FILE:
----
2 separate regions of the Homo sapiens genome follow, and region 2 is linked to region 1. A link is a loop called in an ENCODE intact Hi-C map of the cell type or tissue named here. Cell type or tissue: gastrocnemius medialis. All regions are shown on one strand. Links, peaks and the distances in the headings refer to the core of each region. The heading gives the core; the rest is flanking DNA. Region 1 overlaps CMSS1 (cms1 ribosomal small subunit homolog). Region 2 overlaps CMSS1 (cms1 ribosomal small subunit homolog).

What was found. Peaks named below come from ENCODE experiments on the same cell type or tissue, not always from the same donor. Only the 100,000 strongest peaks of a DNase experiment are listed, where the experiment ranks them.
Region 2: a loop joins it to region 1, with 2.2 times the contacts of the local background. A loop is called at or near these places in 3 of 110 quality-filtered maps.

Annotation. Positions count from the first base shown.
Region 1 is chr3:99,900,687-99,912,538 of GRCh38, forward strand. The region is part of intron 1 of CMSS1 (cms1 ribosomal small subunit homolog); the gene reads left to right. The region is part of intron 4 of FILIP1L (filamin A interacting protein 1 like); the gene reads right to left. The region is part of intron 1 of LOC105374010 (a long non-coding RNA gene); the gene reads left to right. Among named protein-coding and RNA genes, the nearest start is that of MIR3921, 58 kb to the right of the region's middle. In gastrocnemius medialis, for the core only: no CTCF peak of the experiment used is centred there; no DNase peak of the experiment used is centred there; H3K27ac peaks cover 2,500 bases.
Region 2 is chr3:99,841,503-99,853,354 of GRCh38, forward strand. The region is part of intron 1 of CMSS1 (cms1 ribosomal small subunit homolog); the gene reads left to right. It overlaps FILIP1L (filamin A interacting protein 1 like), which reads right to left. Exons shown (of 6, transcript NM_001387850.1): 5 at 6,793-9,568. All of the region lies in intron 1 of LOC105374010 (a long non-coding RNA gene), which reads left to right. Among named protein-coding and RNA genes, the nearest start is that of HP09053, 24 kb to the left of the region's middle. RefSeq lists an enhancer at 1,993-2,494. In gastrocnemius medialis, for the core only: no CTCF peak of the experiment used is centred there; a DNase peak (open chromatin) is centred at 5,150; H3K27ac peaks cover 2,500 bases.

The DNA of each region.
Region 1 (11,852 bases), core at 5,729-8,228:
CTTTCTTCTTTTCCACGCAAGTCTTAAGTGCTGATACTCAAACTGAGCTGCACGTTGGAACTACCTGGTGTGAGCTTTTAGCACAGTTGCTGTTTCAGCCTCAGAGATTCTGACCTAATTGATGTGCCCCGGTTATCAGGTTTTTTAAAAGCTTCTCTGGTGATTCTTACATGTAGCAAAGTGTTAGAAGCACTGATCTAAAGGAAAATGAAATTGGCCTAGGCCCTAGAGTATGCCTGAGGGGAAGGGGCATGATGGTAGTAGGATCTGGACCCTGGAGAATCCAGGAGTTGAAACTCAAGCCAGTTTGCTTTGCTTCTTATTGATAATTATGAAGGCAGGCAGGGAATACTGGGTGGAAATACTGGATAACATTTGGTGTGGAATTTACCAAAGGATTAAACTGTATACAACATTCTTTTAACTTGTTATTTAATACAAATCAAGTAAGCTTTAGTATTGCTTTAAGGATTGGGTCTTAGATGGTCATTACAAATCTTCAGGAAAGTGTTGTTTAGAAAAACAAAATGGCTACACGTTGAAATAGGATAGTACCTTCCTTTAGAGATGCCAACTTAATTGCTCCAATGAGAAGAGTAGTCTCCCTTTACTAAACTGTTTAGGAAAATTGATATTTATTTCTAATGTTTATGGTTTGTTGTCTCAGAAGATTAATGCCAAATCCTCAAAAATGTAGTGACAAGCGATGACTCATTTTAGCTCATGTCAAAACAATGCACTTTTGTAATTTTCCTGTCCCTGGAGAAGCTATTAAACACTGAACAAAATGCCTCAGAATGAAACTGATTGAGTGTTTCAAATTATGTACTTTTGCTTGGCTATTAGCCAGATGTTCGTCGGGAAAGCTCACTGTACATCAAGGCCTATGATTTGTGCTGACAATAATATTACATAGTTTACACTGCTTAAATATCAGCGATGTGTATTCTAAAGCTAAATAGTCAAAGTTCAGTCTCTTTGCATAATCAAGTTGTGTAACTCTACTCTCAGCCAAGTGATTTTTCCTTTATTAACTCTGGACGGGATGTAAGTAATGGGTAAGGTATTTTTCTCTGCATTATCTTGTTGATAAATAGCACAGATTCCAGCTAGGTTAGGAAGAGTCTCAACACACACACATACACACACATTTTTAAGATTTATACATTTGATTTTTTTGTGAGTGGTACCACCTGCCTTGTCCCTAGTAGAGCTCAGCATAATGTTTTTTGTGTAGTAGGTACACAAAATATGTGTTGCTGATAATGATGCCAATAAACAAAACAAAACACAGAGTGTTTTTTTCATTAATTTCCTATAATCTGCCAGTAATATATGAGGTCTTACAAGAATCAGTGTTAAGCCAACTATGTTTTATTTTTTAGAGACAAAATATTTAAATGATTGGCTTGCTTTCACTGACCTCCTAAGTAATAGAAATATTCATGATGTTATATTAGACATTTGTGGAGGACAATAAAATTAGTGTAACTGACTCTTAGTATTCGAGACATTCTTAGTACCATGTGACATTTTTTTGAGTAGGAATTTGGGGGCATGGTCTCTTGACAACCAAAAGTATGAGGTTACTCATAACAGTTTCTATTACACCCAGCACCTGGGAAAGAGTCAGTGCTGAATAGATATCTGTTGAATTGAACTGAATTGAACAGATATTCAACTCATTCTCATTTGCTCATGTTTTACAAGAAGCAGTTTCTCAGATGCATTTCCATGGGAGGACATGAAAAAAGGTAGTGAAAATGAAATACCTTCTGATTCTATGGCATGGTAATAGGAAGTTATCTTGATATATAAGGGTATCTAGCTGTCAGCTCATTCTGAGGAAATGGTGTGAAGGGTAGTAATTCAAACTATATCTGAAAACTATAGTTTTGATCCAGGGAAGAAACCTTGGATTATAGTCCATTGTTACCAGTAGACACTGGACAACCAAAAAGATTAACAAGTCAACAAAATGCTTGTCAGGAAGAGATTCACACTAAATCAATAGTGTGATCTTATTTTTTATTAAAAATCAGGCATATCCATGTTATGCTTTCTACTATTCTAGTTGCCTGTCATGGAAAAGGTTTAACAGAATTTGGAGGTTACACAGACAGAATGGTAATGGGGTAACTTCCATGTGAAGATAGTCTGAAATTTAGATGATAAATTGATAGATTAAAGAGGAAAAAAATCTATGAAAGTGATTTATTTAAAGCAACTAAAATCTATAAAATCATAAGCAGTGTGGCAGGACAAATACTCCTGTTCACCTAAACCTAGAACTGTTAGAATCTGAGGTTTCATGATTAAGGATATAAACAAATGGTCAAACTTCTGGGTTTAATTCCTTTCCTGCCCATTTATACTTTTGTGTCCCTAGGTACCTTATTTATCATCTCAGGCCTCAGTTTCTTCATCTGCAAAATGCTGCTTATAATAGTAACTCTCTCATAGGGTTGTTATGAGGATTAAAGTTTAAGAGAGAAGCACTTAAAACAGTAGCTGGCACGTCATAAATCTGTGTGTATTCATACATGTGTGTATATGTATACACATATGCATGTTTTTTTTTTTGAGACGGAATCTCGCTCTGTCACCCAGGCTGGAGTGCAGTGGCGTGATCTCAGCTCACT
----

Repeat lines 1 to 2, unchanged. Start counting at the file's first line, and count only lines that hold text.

2 separate regions of the Homo sapiens genome follow, and region 2 is linked to region 1. A link is a loop called in an ENCODE intact Hi-C map of the cell type or tissue named here. Cell type or tissue: gastrocnemius medialis. All regions are shown on one strand. Links, peaks and the distances in the headings refer to the core of each region. The heading gives the core; the rest is flanking DNA. Region 1 overlaps CMSS1 (cms1 ribosomal small subunit homolog). Region 2 overlaps CMSS1 (cms1 ribosomal small subunit homolog).

What was found. Peaks named below come from ENCODE experiments on the same cell type or tissue, not always from the same donor. Only the 100,000 strongest peaks of a DNase experiment are listed, where the experiment ranks them.